This was the second time the RDEK considered the question of who should be in charge of zoning for the JGR: the first time it voted to keep the decision local, the second it abdicated its responsibility to carry out land use decisions in the Kootenays.
The outcome: no more requirement for public hearings on Jumbo
Environmental Assessment Certificate
The Jumbo Glacier Resort went through a BC Environmental Assessment. In October 2004, the JGR was issued a five-year Environmental Certificate with 195 legally-binding conditions. Read the conditions here.
During a 60-day period of public comment on the proposed Jumbo Glacier Resort Environmental Assessment Certificate Application in 2004, the Environment Assessment Office (EAO) received 5,839 comments, 91 per cent of which were opposed to the proposal. The Jumbo Creek Conservation Society alone collected over 1000 letters of opposition and submitted them, only to have the EAO consider them as one single submission.
Other than a 2008 attempt by the developer to build a road through sensitive alpine habitat and install a ski lift on the East Farnham Glacier, with no permits, no permission to build, and no resort approval in place, nothing much happened outside the political arena for Jumbo after the Environmental Certificate was issued. A two-month summer blockade of the access road by irate residents halted the unpermitted construction. Investors came and went. More ice melted, and nearly every Alpine Ski Resort in the Kootenays underwent significant investment and expansion of infrastructure and accommodation. Meanwhile, the alpine ski market continued to decline.
The EA certificate was due to expire in 2009, but despite cries from biologists and locals to consider new wildlife, economic, and alpine ski industry information gathered between 2004 and 2009, Jumbo’s EC was granted a one-time, five-year extension to October, 2014.
195 commitments waiting to be met. Deadline: October 2014
It seems obvious that since the proposed resort area is still public land, there should be rigorous oversight and monitoring by BC Ministry Staff of any and all activities on it by a potential real estate developer.
In May 2014, JGR submitted a Self-Report on their compliance with the 195 legally-binding commitments, evaluating themselves on adherence to the pre-construction commitments. Read their self-report here.
Jumbo Wild campaign partners raised a unified voice of opposition, outlining clear examples of commitments that had not been satisfied. Read our concerns here. The Environmental Assessment Office conducted an Administrative Audit over the summer, concluding that Glacier Resorts was, as of October 8, in NON-COMPLIANCE with their pre-construction requirements. Read the report here.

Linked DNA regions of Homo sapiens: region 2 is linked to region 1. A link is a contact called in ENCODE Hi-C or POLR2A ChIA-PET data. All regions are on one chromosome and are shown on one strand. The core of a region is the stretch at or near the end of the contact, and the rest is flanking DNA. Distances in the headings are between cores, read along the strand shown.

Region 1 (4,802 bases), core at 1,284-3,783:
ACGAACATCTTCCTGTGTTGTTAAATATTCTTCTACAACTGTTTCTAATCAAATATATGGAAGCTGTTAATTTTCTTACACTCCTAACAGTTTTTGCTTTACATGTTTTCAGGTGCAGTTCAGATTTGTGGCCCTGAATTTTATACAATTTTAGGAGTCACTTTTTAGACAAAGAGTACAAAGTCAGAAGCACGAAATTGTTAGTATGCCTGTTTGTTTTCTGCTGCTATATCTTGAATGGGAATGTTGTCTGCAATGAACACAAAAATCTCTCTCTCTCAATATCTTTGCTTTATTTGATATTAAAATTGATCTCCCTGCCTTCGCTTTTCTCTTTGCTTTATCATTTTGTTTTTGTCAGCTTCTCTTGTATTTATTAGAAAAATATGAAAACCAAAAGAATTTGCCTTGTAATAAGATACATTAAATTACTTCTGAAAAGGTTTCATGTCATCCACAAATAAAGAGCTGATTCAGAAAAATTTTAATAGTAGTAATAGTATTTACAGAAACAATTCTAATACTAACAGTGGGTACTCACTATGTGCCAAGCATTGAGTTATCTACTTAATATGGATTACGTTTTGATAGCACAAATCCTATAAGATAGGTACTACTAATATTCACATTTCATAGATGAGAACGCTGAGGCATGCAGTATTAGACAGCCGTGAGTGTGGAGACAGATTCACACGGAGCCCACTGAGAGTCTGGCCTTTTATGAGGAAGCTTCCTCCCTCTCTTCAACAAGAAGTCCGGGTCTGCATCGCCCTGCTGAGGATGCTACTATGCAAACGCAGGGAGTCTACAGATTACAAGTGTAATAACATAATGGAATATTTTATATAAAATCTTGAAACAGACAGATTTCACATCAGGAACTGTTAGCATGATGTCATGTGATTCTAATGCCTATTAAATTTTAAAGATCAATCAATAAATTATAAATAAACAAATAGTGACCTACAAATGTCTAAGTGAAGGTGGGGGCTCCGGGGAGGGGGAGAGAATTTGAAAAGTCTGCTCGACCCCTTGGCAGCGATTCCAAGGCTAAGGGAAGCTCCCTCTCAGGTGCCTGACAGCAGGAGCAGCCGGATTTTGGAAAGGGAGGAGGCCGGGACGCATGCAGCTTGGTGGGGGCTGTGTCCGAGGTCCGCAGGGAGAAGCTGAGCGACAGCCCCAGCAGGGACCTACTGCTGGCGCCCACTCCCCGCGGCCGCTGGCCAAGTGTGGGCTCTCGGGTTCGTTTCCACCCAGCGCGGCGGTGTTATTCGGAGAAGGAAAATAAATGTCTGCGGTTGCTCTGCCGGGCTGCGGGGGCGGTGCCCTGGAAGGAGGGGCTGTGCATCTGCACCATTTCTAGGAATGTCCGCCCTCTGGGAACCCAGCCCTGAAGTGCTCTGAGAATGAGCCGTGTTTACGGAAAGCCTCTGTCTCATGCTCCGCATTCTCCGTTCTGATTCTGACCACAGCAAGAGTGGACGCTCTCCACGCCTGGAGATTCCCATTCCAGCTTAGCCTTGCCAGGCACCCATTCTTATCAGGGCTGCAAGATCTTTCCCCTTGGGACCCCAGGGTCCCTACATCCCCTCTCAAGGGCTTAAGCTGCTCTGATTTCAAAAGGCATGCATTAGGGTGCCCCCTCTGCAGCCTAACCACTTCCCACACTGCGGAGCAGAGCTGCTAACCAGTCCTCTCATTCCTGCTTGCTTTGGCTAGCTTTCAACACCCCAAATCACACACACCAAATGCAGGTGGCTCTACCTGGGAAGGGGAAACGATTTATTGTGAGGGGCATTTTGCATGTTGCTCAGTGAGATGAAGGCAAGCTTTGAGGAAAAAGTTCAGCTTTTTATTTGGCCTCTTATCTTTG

With the audit underway and Glacier Resorts attempting to ram through construction before their October 12, 2014 deadline, concerned citizens established a 24/7 presence in the Jumbo Valley throughout August and September in order to document all activities taking place. The information gathered was pivotal to augmenting information for the EAO during their audit.
Some examples include:
#88 ‐ to prohibit recreational use of all‐terrain vehicles.
In reality, JGR has failed to maintain even their one, solitary gate on the access road to the West Farnham Glacier, and there has been year-round access by ATV’s and snowmobiles into critical mountain goat and grizzly habitat due to this failure.
#146 ‐ to monitor, at its own cost, unsupervised public recreational use (including use by resort construction and operations employees, resort visitors and resort residents) and other use of roads which link to Highway #95 at Invermere. This monitoring will be undertaken before construction, during initial construction (i.e., prior to commercial scale resort operations), and during commercial‐scale operations. Monitoring results will be reported to the Ministry of Water, Land and Air Protection Regional Manager (Environmental Stewardship).
Has anyone seen anyone monitoring access or recreational activity to Jumbo Pass? Horsethief Creek? Toby Creek? Mineral Creek? This was to have been done in years prior to construction to get an idea of backcountry usage in the area surrounding the resort, to better understand historic, traditional recreation values and existing impacts on sensitive wildlife.
Prior to construction, monitoring surveys of nesting songbirds, raptors, grizzlies, goats, recreation use, and drilling and monitoring programs for baseline ground and surface water quality were to have been implemented, yet few if any of these requirements appear to have been met. For more information on some of the 195 commitments, please read this letter to the Environmental Assessment Office.
Going back to the beginning, we arrive at the CORE (Commission on Resources and Environment) process in the mid-1990’s. After a multi-year process, CORE table representatives zoned Jumbo as ‘unsuitable for rural or urban development’. However, when the final report came back from Victoria as the East Kootenay Land Use Plan, planner Stephen Owen inserted Recommendation #75: if a resort was to be considered for Jumbo, a Provincial Environmental Assessment Process that considered public input was required.